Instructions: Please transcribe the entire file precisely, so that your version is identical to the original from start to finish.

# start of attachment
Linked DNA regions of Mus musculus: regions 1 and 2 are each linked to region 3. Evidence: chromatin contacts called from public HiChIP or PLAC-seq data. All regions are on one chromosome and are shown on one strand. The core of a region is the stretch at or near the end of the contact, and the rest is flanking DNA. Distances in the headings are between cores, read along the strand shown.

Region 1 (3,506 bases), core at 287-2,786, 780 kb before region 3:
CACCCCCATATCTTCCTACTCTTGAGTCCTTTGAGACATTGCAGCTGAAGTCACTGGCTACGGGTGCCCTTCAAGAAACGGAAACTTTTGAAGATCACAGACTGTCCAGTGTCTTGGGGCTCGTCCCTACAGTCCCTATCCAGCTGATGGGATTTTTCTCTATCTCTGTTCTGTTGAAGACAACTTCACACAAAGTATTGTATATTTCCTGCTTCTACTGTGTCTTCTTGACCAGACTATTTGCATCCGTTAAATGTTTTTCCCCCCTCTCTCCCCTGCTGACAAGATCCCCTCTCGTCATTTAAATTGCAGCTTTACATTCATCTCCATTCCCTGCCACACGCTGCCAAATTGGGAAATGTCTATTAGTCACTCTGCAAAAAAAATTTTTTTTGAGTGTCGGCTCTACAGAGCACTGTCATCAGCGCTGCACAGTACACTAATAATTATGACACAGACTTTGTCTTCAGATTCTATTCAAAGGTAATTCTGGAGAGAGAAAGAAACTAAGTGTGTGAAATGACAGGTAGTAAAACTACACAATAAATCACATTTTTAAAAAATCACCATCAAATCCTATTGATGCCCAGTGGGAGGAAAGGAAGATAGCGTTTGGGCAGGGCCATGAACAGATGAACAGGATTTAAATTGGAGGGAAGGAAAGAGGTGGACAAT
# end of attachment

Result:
Linked DNA regions of Mus musculus: regions 1 and 2 are each linked to region 3. Evidence: chromatin contacts called from public HiChIP or PLAC-seq data. All regions are on one chromosome and are shown on one strand. The core of a region is the stretch at or near the end of the contact, and the rest is flanking DNA. Distances in the headings are between cores, read along the strand shown.

Region 1 (3,506 bases), core at 287-2,786, 780 kb before region 3:
CACCCCCATATCTTCCTACTCTTGAGTCCTTTGAGACATTGCAGCTGAAGTCACTGGCTACGGGTGCCCTTCAAGAAACGGAAACTTTTGAAGATCACAGACTGTCCAGTGTCTTGGGGCTCGTCCCTACAGTCCCTATCCAGCTGATGGGATTTTTCTCTATCTCTGTTCTGTTGAAGACAACTTCACACAAAGTATTGTATATTTCCTGCTTCTACTGTGTCTTCTTGACCAGACTATTTGCATCCGTTAAATGTTTTTCCCCCCTCTCTCCCCTGCTGACAAGATCCCCTCTCGTCATTTAAATTGCAGCTTTACATTCATCTCCATTCCCTGCCACACGCTGCCAAATTGGGAAATGTCTATTAGTCACTCTGCAAAAAAAATTTTTTTTGAGTGTCGGCTCTACAGAGCACTGTCATCAGCGCTGCACAGTACACTAATAATTATGACACAGACTTTGTCTTCAGATTCTATTCAAAGGTAATTCTGGAGAGAGAAAGAAACTAAGTGTGTGAAATGACAGGTAGTAAAACTACACAATAAATCACATTTTTAAAAAATCACCATCAAATCCTATTGATGCCCAGTGGGAGGAAAGGAAGATAGCGTTTGGGCAGGGCCATGAACAGATGAACAGGATTTAAATTGGAGGGAAGGAAAGAGGTGGACAAT